By Janvier Tchouteu
After watching a debate featuring the redoubtable Cameroonian journalist Franklin Sone Bayen and Joshua Osih (The Vice President of the Social Democratic Front), with the two facing off a host of French-speaking (Francophone) Cameroonian panelists, I could not help but come out disheartened by a fundamental fact---These Cameroonian patriots, Cameroonian civic-nationalists of Anglophone Cameroonian identify who deplore the system's handling of Cameroon, especially its treatment of the land and populations West of the River Mungo (The Northwest and Southwest regions or what was formerly West Cameroon and before that the British Trust Territory of Southern Cameroons, and what was down the line the Southwestern part of German Kamerun), apparently could not be understood in their brilliant presentation of the Anglophone Cameroonian problem. And what was even more disheartening was the fact that most of their learned counterparts were off the mark so many times and even went off-on-the-tangent on the grievances of Cameroonians West of the River Mungo.
The New Cameroon would be able to resolve Cameroon's fundamental problems, that's for sure, fundamental problems of which the Anglophone Cameroonian problem is the Number 1. But then, what is the Anglophone Cameroonian identity that the other panellists failed to get?
In a nutshell, what binds Anglophone Cameroonians together is something akin to a national identity, an emotional feeling of being a part of the geopolitical entity that is the Southwest and the Northwest regions of Cameroon (the former British Southern Cameroons and the former West Cameroon), a special feeling that arose from sharing a common history, a common language (pidgin English/English), a unique/similar culture, and a sense of marginalization. This sense of belonging, subjective as it may appear, is nurtured by Anglophone Cameroonians grounded on their ancestral ties to the area, or their native ties (having been born in either the Northwest and Southwest), and/or from growing up there from quite a young age, ignorant or hardly/barely conscious of any other identity. A person born and raised in Bangante, Yaoundé, Douala, Mbouda, Edea, Banyo and other towns of the former East Cameroon (French-speaking region) and who studies in English in these places, may not develop that Anglophone Cameroonian consciousness or feeling of belonging. This Anglophone Cameroonian identity does not hinder a person from being a Cameroonian Union-Nationalist (Cameroonian civic-nationalists). In fact, most Anglophone Cameroonians and most Francophone Cameroonians are Union-Nationalists, unlike the pseudo-nationalists that make up the political establishment (The CPDM elites and the elites of the so-called opposition―SDF, UNDP, CDU etc.) in Cameroon today, the French-imposed system stirred yesterday by the Ahidjo regime and today by the Biya regime; a system that has collaborators from all the religions, ethnic groups or tribes, regions of the country. And in fact, the Anglophone Cameroonians who want a separate state for the land West of the River Mungo are a minority.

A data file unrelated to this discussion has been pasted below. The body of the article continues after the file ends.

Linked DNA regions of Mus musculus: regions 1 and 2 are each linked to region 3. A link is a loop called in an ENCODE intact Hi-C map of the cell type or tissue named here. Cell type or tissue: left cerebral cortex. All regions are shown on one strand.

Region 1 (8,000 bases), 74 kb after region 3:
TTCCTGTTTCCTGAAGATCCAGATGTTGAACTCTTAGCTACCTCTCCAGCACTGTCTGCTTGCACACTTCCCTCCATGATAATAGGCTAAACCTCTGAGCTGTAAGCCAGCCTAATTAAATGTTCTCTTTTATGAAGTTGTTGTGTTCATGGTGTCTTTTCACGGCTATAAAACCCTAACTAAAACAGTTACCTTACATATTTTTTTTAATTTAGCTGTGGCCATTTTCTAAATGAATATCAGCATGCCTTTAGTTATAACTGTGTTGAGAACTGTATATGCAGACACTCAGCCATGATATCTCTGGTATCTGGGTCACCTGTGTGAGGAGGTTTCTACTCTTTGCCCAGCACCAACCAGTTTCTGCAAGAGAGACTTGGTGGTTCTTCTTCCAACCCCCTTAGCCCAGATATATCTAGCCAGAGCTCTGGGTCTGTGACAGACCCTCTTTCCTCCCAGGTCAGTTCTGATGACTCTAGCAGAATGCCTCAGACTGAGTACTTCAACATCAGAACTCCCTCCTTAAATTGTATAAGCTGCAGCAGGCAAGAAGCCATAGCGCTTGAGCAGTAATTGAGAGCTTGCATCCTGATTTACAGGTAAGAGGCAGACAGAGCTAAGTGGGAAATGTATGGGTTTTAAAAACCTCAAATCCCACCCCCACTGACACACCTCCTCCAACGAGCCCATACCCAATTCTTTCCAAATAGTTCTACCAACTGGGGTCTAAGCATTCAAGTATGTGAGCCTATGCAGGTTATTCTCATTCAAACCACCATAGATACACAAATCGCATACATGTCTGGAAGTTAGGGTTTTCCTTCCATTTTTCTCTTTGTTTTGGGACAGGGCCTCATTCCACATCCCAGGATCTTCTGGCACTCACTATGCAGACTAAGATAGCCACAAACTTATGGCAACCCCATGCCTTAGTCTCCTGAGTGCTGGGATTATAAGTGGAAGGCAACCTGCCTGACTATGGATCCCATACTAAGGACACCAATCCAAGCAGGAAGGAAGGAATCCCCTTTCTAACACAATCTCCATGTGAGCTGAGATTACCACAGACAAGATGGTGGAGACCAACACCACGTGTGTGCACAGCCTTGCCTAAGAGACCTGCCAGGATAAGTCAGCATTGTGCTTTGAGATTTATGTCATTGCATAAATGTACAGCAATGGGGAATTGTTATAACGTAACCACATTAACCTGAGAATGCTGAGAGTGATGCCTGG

Cameroonians should not be alarmed by the protesters in the streets of Buea, Bamenda and other towns and cities of the Northwest and Southwest regions. They are the unsilenced voices of patriotic Cameroonians who reject the French-imposed system, the Biya regime and their perception of Cameroonians as a people that cannot set themselves free from tyranny. Cameroonians from other parts of the country should echo this voice of protest and resuscitate the honorable cause to found the “NEW CAMEROON”. We should all join hands irrespective of religion, ethnicity, tribe, region and other special interests, and then march forward and dismantle this system once and for all, so that we can all begin the arduous task of building the country that our forefathers fought and died for, and voted for in the struggle for independence and reunification. We have an opportunity to build the Ideal Cameroon that filled the dreams of Martin Paul Samba, Rudolf Manga Bell, Ruben Um Nyobe, Felix-Roland Moumie, Ossende Afana, Albert Kingue, Ernest Ouandie, EML Endeley, John Ngu Foncha, Ndeh Ntumazah etc. This would be an inclusive nation that would be the light of Africa, instead of the black sheep that Cameroon under Paul Biya and the anachronistic French-imposed system, is today.